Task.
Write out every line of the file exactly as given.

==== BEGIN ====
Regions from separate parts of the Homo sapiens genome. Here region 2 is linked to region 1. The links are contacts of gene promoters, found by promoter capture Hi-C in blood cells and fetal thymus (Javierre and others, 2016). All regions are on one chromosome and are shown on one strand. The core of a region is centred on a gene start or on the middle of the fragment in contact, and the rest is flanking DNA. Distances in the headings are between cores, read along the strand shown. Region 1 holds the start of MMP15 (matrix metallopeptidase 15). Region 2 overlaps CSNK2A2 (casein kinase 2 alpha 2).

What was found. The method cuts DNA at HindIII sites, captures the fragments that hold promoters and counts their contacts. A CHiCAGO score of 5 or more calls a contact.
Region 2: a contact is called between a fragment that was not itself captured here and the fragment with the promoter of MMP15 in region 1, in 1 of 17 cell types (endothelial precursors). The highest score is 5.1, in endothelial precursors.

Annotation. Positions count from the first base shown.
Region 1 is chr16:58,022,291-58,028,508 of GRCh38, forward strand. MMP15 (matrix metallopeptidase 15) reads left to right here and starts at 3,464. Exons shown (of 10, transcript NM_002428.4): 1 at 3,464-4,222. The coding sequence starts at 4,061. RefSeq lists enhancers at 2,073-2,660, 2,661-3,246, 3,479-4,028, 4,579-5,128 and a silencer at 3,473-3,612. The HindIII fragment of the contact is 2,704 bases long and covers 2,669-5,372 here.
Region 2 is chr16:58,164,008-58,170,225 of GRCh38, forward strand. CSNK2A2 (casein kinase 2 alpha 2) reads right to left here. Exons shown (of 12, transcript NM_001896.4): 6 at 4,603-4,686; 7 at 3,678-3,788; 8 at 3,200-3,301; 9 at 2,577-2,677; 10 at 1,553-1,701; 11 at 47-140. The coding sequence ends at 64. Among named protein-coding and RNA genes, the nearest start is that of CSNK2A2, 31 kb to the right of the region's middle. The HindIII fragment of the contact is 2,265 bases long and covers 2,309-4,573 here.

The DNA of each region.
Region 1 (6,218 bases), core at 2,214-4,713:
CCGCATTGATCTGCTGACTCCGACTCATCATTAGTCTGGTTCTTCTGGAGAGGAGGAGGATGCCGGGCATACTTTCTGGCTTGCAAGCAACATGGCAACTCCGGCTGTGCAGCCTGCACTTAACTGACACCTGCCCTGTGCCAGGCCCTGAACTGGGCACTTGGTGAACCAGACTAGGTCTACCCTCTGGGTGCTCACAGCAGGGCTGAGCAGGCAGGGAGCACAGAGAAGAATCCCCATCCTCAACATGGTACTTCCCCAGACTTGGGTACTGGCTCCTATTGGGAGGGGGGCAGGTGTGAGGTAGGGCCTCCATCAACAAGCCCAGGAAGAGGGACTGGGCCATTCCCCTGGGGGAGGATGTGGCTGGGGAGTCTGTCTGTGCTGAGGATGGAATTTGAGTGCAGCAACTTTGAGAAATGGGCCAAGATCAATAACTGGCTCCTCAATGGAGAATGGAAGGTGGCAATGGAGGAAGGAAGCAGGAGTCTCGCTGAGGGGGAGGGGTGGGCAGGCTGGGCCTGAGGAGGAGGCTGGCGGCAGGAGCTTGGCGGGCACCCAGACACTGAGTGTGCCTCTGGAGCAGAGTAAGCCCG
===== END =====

Regions from separate parts of the Homo sapiens genome. Here region 2 is linked to region 1. The links are contacts of gene promoters, found by promoter capture Hi-C in blood cells and fetal thymus (Javierre and others, 2016). All regions are on one chromosome and are shown on one strand. The core of a region is centred on a gene start or on the middle of the fragment in contact, and the rest is flanking DNA. Distances in the headings are between cores, read along the strand shown. Region 1 holds the start of MMP15 (matrix metallopeptidase 15). Region 2 overlaps CSNK2A2 (casein kinase 2 alpha 2).

What was found. The method cuts DNA at HindIII sites, captures the fragments that hold promoters and counts their contacts. A CHiCAGO score of 5 or more calls a contact.
Region 2: a contact is called between a fragment that was not itself captured here and the fragment with the promoter of MMP15 in region 1, in 1 of 17 cell types (endothelial precursors). The highest score is 5.1, in endothelial precursors.

Annotation. Positions count from the first base shown.
Region 1 is chr16:58,022,291-58,028,508 of GRCh38, forward strand. MMP15 (matrix metallopeptidase 15) reads left to right here and starts at 3,464. Exons shown (of 10, transcript NM_002428.4): 1 at 3,464-4,222. The coding sequence starts at 4,061. RefSeq lists enhancers at 2,073-2,660, 2,661-3,246, 3,479-4,028, 4,579-5,128 and a silencer at 3,473-3,612. The HindIII fragment of the contact is 2,704 bases long and covers 2,669-5,372 here.
Region 2 is chr16:58,164,008-58,170,225 of GRCh38, forward strand. CSNK2A2 (casein kinase 2 alpha 2) reads right to left here. Exons shown (of 12, transcript NM_001896.4): 6 at 4,603-4,686; 7 at 3,678-3,788; 8 at 3,200-3,301; 9 at 2,577-2,677; 10 at 1,553-1,701; 11 at 47-140. The coding sequence ends at 64. Among named protein-coding and RNA genes, the nearest start is that of CSNK2A2, 31 kb to the right of the region's middle. The HindIII fragment of the contact is 2,265 bases long and covers 2,309-4,573 here.

The DNA of each region.
Region 1 (6,218 bases), core at 2,214-4,713:
CCGCATTGATCTGCTGACTCCGACTCATCATTAGTCTGGTTCTTCTGGAGAGGAGGAGGATGCCGGGCATACTTTCTGGCTTGCAAGCAACATGGCAACTCCGGCTGTGCAGCCTGCACTTAACTGACACCTGCCCTGTGCCAGGCCCTGAACTGGGCACTTGGTGAACCAGACTAGGTCTACCCTCTGGGTGCTCACAGCAGGGCTGAGCAGGCAGGGAGCACAGAGAAGAATCCCCATCCTCAACATGGTACTTCCCCAGACTTGGGTACTGGCTCCTATTGGGAGGGGGGCAGGTGTGAGGTAGGGCCTCCATCAACAAGCCCAGGAAGAGGGACTGGGCCATTCCCCTGGGGGAGGATGTGGCTGGGGAGTCTGTCTGTGCTGAGGATGGAATTTGAGTGCAGCAACTTTGAGAAATGGGCCAAGATCAATAACTGGCTCCTCAATGGAGAATGGAAGGTGGCAATGGAGGAAGGAAGCAGGAGTCTCGCTGAGGGGGAGGGGTGGGCAGGCTGGGCCTGAGGAGGAGGCTGGCGGCAGGAGCTTGGCGGGCACCCAGACACTGAGTGTGCCTCTGGAGCAGAGTAAGCCCG